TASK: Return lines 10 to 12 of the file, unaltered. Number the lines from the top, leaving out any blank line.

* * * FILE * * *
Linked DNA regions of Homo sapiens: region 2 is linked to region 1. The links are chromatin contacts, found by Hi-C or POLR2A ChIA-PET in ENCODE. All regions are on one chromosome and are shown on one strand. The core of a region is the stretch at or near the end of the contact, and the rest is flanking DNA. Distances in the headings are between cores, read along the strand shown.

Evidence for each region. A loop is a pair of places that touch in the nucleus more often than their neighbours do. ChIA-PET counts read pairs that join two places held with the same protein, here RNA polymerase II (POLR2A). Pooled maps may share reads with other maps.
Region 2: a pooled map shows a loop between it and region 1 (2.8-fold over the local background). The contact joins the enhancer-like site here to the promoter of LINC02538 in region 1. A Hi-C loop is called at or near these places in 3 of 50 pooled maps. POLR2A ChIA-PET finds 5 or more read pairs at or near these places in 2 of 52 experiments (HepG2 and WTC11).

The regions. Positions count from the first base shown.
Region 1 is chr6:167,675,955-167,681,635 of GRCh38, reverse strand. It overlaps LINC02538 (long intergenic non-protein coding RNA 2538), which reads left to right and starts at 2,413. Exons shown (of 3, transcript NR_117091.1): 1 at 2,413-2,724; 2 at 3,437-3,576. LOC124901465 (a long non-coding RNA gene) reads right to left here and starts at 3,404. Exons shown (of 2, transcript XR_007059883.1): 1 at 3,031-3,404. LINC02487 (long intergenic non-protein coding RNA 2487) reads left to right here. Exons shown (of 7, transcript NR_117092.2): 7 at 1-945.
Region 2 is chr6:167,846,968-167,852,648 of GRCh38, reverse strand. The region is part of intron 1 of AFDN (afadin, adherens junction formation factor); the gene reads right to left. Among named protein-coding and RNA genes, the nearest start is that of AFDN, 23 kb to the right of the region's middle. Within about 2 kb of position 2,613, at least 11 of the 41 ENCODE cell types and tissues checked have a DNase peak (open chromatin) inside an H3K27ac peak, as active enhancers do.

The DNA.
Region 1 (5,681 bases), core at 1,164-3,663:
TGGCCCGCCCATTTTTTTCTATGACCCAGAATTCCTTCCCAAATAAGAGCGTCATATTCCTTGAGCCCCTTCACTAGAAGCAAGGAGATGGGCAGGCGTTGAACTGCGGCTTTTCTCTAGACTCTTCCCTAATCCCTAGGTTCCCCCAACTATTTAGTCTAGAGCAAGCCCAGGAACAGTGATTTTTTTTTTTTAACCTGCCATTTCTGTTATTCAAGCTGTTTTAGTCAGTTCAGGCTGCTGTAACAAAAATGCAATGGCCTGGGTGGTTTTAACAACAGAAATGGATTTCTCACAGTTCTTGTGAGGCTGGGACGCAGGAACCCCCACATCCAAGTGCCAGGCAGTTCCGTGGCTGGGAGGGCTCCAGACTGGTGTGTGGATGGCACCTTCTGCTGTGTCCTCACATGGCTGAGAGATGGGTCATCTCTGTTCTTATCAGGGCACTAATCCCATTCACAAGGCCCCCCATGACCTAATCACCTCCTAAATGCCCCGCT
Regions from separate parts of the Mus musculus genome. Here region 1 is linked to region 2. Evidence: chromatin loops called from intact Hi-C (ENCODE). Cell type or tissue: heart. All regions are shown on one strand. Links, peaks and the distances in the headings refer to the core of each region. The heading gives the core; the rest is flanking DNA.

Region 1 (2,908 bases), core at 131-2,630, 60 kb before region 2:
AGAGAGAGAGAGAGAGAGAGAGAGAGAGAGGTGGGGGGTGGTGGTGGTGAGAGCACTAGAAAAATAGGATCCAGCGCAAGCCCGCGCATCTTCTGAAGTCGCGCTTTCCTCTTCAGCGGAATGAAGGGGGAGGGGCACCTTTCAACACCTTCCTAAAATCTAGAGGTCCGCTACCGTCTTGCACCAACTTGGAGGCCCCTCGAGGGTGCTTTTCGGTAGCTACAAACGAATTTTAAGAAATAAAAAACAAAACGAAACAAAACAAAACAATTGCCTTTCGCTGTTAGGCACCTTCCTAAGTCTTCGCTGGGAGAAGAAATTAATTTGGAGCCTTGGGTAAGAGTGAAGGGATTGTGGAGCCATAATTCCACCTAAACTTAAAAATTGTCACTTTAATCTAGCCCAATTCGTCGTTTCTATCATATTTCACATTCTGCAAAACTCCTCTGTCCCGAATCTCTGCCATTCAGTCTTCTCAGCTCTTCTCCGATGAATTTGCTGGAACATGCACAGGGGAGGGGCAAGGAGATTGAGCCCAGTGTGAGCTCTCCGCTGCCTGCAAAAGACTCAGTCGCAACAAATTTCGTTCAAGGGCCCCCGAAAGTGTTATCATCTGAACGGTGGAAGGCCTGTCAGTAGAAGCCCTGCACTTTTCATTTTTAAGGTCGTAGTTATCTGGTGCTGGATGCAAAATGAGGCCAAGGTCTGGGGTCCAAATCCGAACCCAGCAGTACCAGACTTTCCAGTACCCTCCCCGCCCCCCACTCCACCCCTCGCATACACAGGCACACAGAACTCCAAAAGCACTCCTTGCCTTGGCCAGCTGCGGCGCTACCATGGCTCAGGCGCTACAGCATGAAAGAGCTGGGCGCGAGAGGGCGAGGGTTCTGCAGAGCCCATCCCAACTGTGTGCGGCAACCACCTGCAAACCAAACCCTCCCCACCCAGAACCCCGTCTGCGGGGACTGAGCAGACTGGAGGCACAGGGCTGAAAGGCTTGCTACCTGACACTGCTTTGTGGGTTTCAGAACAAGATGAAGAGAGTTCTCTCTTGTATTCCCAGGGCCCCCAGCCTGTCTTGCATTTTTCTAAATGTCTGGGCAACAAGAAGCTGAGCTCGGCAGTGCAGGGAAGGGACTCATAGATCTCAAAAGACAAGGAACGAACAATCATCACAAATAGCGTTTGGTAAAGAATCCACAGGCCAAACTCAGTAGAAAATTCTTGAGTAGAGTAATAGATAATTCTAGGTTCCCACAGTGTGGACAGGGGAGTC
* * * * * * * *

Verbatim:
Regions from separate parts of the Mus musculus genome. Here region 1 is linked to region 2. Evidence: chromatin loops called from intact Hi-C (ENCODE). Cell type or tissue: heart. All regions are shown on one strand. Links, peaks and the distances in the headings refer to the core of each region. The heading gives the core; the rest is flanking DNA.

Region 1 (2,908 bases), core at 131-2,630, 60 kb before region 2:
AGAGAGAGAGAGAGAGAGAGAGAGAGAGAGGTGGGGGGTGGTGGTGGTGAGAGCACTAGAAAAATAGGATCCAGCGCAAGCCCGCGCATCTTCTGAAGTCGCGCTTTCCTCTTCAGCGGAATGAAGGGGGAGGGGCACCTTTCAACACCTTCCTAAAATCTAGAGGTCCGCTACCGTCTTGCACCAACTTGGAGGCCCCTCGAGGGTGCTTTTCGGTAGCTACAAACGAATTTTAAGAAATAAAAAACAAAACGAAACAAAACAAAACAATTGCCTTTCGCTGTTAGGCACCTTCCTAAGTCTTCGCTGGGAGAAGAAATTAATTTGGAGCCTTGGGTAAGAGTGAAGGGATTGTGGAGCCATAATTCCACCTAAACTTAAAAATTGTCACTTTAATCTAGCCCAATTCGTCGTTTCTATCATATTTCACATTCTGCAAAACTCCTCTGTCCCGAATCTCTGCCATTCAGTCTTCTCAGCTCTTCTCCGATGAATTTGCTGGAACATGCACAGGGGAGGGGCAAGGAGATTGAGCCCAGTGTGAGCTCTCCGCTGCCTGCAAAAGACTCAGTCGCAACAAATTTCGTTCAAGGGCCCCCGAAAGTGTTATCATCTGAACGGTGGAAGGCCTGTCAGTAGAAGCCCTGCACTTTTCATTTTTAAGGTCGTAGTTATCTGGTGCTGGATGCAAAATGAGGCCAAGGTCTGGGGTCCAAATCCGAACCCAGCAGTACCAGACTTTCCAGTACCCTCCCCGCCCCCCACTCCACCCCTCGCATACACAGGCACACAGAACTCCAAAAGCACTCCTTGCCTTGGCCAGCTGCGGCGCTACCATGGCTCAGGCGCTACAGCATGAAAGAGCTGGGCGCGAGAGGGCGAGGGTTCTGCAGAGCCCATCCCAACTGTGTGCGGCAACCACCTGCAAACCAAACCCTCCCCACCCAGAACCCCGTCTGCGGGGACTGAGCAGACTGGAGGCACAGGGCTGAAAGGCTTGCTACCTGACACTGCTTTGTGGGTTTCAGAACAAGATGAAGAGAGTTCTCTCTTGTATTCCCAGGGCCCCCAGCCTGTCTTGCATTTTTCTAAATGTCTGGGCAACAAGAAGCTGAGCTCGGCAGTGCAGGGAAGGGACTCATAGATCTCAAAAGACAAGGAACGAACAATCATCACAAATAGCGTTTGGTAAAGAATCCACAGGCCAAACTCAGTAGAAAATTCTTGAGTAGAGTAATAGATAATTCTAGGTTCCCACAGTGTGGACAGGGGAGTC